Spirited return for Armenian brandy

Spirited return for Armenian brandy
by Kieran Cooke, in Yerevan, Armenia

BBC News
June 8 2004

There is a right time and a wrong time to make foreign investments –
and Pierre Larretche, the French managing director of Armenia’s Yerevan
Brandy Company, thought he had made the biggest mistake of his career.

“A great drink”, says Mr Larretche

In the mid-90s Armenia, which had gained independence from the
old Soviet Union in 1991, embarked on a privatization programme of
state-run enterprises.

Mr Larretche, an executive with Pernod Ricard, the French drinks
conglomerate, was sent here from Paris to assess the potential of the
Yerevan Brandy Company, Armenia’s most prestigious business enterprise.

“On my recommendation Pernod Ricard paid $30m for the company” says
Mr Larretche.

“Immediately afterwards the rouble crisis happened and sales to Russia,
our main market, dropped by 75%. We suddenly had thousands of barrels
of unsold brandy on our hands.”


Fortunately for the Yerevan Brandy Company, Pernod Ricard and Mr
Larretche, the situation has changed dramatically.

Brandy production has risen from a low of 1.7 million litres in 1998
to 4 million litres last year. The Russian market, which accounts
for about 85% of exports, has revived.

In Armenia, a country of less than three million with few natural
resources and in which per capita annual incomes are less than $600
a year, foreign investors are scarce.

Pernod Ricard’s move into the country is a rare business success
story – but it has been a tough few years.

I wish I could earn more, but at least these days I have enough to
buy food – Hakob Karapetyan, Armenian grape grower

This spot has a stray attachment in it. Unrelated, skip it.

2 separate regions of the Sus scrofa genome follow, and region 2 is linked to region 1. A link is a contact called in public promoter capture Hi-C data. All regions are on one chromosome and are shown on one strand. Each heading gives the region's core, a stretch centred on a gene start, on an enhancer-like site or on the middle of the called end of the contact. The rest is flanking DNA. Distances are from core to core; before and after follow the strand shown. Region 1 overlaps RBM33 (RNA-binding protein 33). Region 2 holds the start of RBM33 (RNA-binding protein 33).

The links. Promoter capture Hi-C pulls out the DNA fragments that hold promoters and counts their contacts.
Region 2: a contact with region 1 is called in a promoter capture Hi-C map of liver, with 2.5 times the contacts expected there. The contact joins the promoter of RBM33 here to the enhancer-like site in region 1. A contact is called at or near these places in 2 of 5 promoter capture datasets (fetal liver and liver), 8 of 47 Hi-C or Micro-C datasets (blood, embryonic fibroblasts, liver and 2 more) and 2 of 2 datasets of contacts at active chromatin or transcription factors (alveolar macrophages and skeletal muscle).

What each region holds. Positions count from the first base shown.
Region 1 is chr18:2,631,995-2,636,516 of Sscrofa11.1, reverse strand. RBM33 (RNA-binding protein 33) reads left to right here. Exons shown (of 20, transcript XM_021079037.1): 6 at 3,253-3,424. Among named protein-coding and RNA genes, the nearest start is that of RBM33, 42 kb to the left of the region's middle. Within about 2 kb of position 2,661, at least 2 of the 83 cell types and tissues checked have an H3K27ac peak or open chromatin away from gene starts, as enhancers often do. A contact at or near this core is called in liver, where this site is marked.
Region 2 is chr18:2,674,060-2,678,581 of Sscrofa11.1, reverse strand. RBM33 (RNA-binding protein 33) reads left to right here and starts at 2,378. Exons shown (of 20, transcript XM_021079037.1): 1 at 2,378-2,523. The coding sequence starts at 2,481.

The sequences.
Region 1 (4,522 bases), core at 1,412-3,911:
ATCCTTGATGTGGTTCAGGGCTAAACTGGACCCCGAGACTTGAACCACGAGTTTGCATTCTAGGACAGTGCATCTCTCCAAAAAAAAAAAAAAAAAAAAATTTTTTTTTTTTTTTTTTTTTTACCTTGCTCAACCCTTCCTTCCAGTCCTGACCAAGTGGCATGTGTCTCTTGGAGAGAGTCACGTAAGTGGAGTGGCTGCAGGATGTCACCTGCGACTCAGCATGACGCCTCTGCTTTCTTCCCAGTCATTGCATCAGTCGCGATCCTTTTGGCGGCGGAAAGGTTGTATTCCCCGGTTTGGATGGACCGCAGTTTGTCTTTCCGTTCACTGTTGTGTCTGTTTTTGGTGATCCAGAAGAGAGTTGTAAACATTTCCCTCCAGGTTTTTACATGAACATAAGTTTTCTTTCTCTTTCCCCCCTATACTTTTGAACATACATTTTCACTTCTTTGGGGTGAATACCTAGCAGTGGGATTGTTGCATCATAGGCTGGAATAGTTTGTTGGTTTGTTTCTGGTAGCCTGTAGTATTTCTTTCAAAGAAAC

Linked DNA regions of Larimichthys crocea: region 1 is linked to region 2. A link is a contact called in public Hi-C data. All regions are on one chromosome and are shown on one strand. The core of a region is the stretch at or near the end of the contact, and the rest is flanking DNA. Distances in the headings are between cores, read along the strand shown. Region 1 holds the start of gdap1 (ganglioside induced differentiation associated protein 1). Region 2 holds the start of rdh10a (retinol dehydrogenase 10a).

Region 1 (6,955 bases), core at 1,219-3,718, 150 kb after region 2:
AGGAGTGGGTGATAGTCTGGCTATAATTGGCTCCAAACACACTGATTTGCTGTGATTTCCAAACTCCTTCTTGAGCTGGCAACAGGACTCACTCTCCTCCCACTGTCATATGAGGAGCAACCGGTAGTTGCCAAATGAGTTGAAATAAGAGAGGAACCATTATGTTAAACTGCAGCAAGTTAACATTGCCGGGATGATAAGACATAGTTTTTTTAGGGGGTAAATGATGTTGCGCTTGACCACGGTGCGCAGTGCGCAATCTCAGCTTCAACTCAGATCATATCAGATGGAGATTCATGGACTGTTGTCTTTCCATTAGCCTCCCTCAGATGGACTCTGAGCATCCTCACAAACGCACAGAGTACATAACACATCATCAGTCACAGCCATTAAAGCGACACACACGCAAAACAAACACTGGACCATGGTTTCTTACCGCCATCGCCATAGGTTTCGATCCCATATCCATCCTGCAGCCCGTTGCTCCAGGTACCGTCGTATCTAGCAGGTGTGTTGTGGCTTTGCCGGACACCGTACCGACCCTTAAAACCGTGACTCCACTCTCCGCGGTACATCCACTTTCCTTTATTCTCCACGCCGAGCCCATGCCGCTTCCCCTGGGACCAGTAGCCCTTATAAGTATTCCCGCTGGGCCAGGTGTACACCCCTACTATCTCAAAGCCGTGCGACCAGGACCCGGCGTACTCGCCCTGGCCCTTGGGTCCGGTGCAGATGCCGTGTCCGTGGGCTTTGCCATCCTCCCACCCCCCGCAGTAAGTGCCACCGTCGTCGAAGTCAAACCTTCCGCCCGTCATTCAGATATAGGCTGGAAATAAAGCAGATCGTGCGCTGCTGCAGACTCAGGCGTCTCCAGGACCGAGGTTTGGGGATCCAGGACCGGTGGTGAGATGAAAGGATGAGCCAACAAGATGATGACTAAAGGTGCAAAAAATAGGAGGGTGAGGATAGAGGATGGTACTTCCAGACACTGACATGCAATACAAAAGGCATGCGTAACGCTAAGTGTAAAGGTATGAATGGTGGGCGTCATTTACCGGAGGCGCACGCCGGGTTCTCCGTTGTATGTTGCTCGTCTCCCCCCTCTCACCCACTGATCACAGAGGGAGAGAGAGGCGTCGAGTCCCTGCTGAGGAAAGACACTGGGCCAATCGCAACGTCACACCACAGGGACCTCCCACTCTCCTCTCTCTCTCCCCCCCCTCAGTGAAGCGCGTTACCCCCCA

“At the beginning, there was a lot of local resentment about foreigners
gaining control of a company regarded with great pride by Armenians”
says Mr Larretche.

“We had to quickly demonstrate we were here to stay and not here to
simply asset strip the business.”

Court battle

The Yerevan Brandy Company, founded in 1887, had been starved of
investment in the later years of the Soviet period. Its main brand
name – “Ararat” – was being used by other brandy producers, mostly
in Russia.

Pernod Ricard, as the company’s new owners, had to undertake a series
of complex court cases to regain its brand exclusivity.

It also had to assure Armenia’s grape producers – poor farmers
dependent for survival on sales from their vines – that the company
would continue buying their produce.

“Despite the downturn in the market we kept on buying grapes” says
Mr Larretche.

“At one stage, due to ongoing production and lack of sales, we built
up more than 40 years inventory.”

‘A natural gift for business’

As what was once the Soviet market recovered – the Yerevan Brandy
Company sells mostly to Russia, Ukraine and Belarus – capital
investments were made to streamline the business. In 1998 the business
had only one computer – now there are 200.

The firm faced a battle to regain exclusivity over the Ararat brand
“Armenians are loyal workers and extremely capable managers” says
Mr Larretche. “They have a natural gift for business – out of 500
employees here only five are from France.”

Both to ensure the quality of brandy production and to protect local
grape farmers, the government brought in regulations five years ago
stipulating that only Armenian grapes can be used in the production
of Armenian brandy.

“This guarantees our brandy is uniquely Armenian” says Mr Larretche.
“But it has created a problem – now we are faced with a shortage of
grapes and local prices are rising.”

Financial security

Hakob Karapetyan tends grapes on his smallholding in the Ararat Valley,
Armenia’s main vine growing region.

In the early 90s – a time when Armenia was suffering acute economic
problems – Mr Karapetyan was forced to uproot his beloved vines and
plant vegetables so he and his family could survive.

As with many Armenian families, Mr Karapetyan’s two children had to
leave the country in search of jobs.

Life continues to be a struggle but at least Mr Karapetyan feels a
little more financially secure these days.

“In the old days, I had to take my grapes to the factory and accept
whatever price it gave me. Now we have long-term contracts and an
agreed minimum price.

“I wish I could earn more, but at least these days I have enough to
buy food.”

Mr Larretche is confident Armenian brandy can conquer other markets
besides its traditional ones in the old Soviet Union.

“At Yalta at the end of the second world war Churchill was so impressed
with Armenian brandy given to him by Stalin that he asked for several
cases of it to be sent to him each year.

“It’s a great drink – the equal of any in the world.”